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Component acceleration in free-body diagram

  1. Feb 15, 2012 #1
    Hi all, first post here!

    1. The problem statement, all variables and given/known data

    Find the x component of acceleration.
    Find the y component of acceleration.

    The mass of the particle is 2kg.


    2. Relevant equations

    3. The attempt at a solution

    I've only tried to find a_x. I thought that for finding component values you need to add up the relevant components. There are four forces in the diagram, but one has no x component so I ignored it when finding a_x.

    [tex] F=ma [/tex]
    [tex] F_x=ma_x [/tex]
    [tex] F_x=2a_x [/tex]
    [tex] a_x=\frac{F_x}{2} [/tex]

    So do I just add up the three forces with x components like this?

    [tex] a_x = \left(\frac{F_{x,1}}{2}+\frac{F_{x,2}}{2}+\frac{F_{x,3}}{2} \right) = \frac{1}{2}(F_{x,1}+F_{x,2}+F_{x,3})[/tex]

    Starting clockwise at 1 N,

    [tex] F_{x,1} = (-1)cos(20) ≈ -0.94[/tex]
    [tex] F_{x,2}=(-2.82)cos(110) ≈ 0.96[/tex]
    [tex] F_{x,3}=(5)cos(20) ≈ 4.7[/tex]
    [tex] a_x = \frac{1}{2}(-0.94+0.96+4.7) = \frac{1}{2}(4.72)=2.36 [/tex]

    I must have a fundamental misunderstanding about something(s), because this is way off from the accepted value of 1.49 for a_x. thanks for commenting! :)
    Last edited: Feb 15, 2012
  2. jcsd
  3. Feb 16, 2012 #2
    Hello octowilli,
    Thank's for providing nice diagrams and explanations of your attempt, in particular well done for solving algebraically before finding a numerical answer.

    However you have become slightly unstuck when calculating the forces along x, I fear it may be a case that you need to reconsider the diagram. You have solved for an axis x' which lies horizontal in the page, but not along the x-axis that the question has defined. So you answer is correct in one set of axis but they have asked for a different view.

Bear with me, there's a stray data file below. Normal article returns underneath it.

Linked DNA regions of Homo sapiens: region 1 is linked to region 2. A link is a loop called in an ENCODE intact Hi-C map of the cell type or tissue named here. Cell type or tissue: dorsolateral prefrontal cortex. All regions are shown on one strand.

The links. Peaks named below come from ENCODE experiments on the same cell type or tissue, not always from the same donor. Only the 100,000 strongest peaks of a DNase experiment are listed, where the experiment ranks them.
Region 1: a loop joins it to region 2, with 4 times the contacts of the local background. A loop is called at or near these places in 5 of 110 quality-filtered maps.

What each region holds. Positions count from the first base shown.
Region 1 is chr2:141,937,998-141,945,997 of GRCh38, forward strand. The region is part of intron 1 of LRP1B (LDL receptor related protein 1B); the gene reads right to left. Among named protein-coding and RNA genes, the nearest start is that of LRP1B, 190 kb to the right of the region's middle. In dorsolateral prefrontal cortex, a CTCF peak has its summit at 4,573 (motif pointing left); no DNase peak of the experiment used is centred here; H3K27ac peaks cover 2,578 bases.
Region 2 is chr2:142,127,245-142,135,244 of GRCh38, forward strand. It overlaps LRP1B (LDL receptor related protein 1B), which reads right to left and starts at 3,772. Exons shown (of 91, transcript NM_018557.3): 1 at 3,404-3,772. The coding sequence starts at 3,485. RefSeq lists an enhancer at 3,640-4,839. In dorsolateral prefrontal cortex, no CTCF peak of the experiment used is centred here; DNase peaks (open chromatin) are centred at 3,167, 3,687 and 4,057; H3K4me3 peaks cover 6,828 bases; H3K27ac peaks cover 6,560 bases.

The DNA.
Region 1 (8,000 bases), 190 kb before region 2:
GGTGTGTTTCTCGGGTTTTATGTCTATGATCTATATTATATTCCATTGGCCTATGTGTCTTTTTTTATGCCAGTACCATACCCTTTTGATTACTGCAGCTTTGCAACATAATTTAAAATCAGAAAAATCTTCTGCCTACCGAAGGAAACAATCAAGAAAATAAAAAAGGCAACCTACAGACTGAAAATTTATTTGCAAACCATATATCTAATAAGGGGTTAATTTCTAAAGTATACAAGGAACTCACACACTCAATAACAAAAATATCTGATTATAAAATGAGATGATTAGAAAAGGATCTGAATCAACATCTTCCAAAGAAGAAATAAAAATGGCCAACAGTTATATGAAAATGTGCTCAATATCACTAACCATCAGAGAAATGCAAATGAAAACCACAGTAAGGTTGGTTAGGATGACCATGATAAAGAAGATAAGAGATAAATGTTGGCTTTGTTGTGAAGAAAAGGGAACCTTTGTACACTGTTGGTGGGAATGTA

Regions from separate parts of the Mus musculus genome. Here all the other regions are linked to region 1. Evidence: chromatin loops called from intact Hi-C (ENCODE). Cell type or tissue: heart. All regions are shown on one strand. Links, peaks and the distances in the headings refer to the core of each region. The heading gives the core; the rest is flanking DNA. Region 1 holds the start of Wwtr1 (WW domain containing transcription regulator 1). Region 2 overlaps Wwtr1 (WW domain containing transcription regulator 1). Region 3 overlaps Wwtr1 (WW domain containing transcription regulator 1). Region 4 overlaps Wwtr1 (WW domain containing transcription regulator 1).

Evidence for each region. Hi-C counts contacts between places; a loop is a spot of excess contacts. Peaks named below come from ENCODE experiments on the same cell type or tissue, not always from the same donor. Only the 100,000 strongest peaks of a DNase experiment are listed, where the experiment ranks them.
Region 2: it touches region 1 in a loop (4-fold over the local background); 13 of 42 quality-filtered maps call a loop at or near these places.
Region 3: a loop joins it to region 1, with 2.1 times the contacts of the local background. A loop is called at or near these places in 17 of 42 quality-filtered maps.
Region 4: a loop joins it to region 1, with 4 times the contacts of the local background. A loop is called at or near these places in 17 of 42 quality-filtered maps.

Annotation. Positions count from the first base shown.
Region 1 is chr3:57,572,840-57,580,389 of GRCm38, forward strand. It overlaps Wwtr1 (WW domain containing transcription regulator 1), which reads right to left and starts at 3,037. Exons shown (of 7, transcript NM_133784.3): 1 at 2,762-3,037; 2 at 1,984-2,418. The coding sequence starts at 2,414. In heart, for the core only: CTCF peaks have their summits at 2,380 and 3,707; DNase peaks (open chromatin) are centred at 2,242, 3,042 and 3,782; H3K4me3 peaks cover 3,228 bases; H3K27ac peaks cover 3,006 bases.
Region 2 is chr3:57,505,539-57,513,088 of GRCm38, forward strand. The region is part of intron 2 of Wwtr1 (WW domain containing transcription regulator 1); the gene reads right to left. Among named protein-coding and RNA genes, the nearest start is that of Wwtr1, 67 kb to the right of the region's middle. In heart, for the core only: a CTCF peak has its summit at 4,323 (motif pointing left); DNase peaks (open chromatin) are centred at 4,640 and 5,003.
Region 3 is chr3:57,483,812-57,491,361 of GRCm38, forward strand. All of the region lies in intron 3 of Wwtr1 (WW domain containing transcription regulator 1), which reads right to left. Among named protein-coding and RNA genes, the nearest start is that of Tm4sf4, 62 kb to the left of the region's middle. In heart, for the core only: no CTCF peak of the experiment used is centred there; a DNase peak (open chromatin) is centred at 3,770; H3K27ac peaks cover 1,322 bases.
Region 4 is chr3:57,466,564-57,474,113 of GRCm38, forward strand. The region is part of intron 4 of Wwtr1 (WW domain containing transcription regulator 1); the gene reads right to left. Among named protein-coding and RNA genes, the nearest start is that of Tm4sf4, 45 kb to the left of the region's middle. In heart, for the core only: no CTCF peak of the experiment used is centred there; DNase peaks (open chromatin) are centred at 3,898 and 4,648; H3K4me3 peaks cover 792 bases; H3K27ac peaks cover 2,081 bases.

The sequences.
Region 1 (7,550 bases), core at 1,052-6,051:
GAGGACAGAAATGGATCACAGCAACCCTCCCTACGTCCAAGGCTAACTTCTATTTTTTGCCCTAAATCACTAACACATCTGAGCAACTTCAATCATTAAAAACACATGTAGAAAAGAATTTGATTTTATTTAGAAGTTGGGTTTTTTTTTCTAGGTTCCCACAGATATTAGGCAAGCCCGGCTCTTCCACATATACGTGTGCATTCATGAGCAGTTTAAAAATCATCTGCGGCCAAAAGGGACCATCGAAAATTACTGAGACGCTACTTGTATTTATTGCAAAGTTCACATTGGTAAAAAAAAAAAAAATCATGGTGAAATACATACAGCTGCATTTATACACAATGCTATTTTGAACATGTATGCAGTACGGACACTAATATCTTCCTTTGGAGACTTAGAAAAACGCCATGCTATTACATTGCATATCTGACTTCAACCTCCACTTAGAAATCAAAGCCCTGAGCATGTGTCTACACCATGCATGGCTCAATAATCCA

Apply the same logic that you have already done so along the defined x axis (hint the 5N lays along it)

    In general when these types of questions come up it is wise to pick your axis so that you have the smallest amount of work, in the system that you solved the 3N force was perpendicular but all the others where at some angle, in the system they have requested 5N lies along the axis so that you only need to calculate 2 angles!
  4. Feb 16, 2012 #3
    Thanks for responding gash789!

    I guess I was confused by the way the axes are rotated. Looking at it again, the 2.82 N vector certainly doesn't have an x-component. Or maybe you'd like to say the x-component is 0. Anyway, let me take another shot at a_x.

    From the given diagram, the x-component of acceleration is given by
    [tex] a_x=\frac{1}{2}(F_{x,1}+F_{x,2}+F_{x,3}+F_{x,4}) [/tex] where

    [tex] (F_{x,1}), (F_{x,2}), (F_{x,3}), (F_{x,4}) [/tex] are the x-component magnitudes (or do you say x-component forces, or just x-components?) of the vectors with magnitude 5 N, 3 N, 1 N, and 2.82 N respectively,

    [tex] F_{x,1} = 5\cdot cos(0) = 5 [/tex]
    [tex] F_{x,2} = (-3)\cdot cos(110) ≈ 1.03[/tex]
    [tex] F_{x,3} = (-1)\cdot cos(0) = -1 [/tex]
    [tex] F_{x,4} = 2.82\cdot cos(-90) = 0 [/tex]

    [tex] a_x=\frac{1}{2}(5+1.03+(-1)+0) = \frac{1}{2}(5.03) = 2.515 [/tex]

    Alright, the next thing I think I'm confused about is what signs to use when finding (F_x,n). If you redo what I've typed out with a positive 3 instead of a negative 3 for (F_x,2), it comes out to the right answer of about 1.49. I'm using -1 and -3 because in the picture they're both pointing left of the y-axis, so it seems to me they're negative. Another thing, should the angles have signs when computing this? If (F_x,1) and (F_x,3) are at a positive 20 degrees, does that mean (F_x,2) is at a positive 110 degrees and (F_x,4) is at a negative 90 degrees? The signs are confusing me.
  5. Feb 16, 2012 #4
    Indeed you have spotted your own mistake, when writing out the component of the 3N force along x, try to imagine two vectors parallel to the y and x axis. The magnitude of these is what you are physically trying to find.

    You have written that
    [itex] F_{x,2}=(−3)⋅\cos(110)≈1.03 [/itex]
    I try not to work with positive and negative angles as it will always confuse you, if instead you simple consider a right angled triangle with 3N along the adjacent angle to the hypotenuse (which is the x axis). Then you can quickly see that the component along x is [itex] F_{x,2}=(−3)⋅\cos(70)≈-1.03 [/itex]

    I think geometrically by using the angle to the positive x direction you already accounted for the negative sign, so by adding it in again just confused matters. It is up to you but I always prefer to work with right angled triangles as once you have all the vectors parallel you can easily account for the relative signs.
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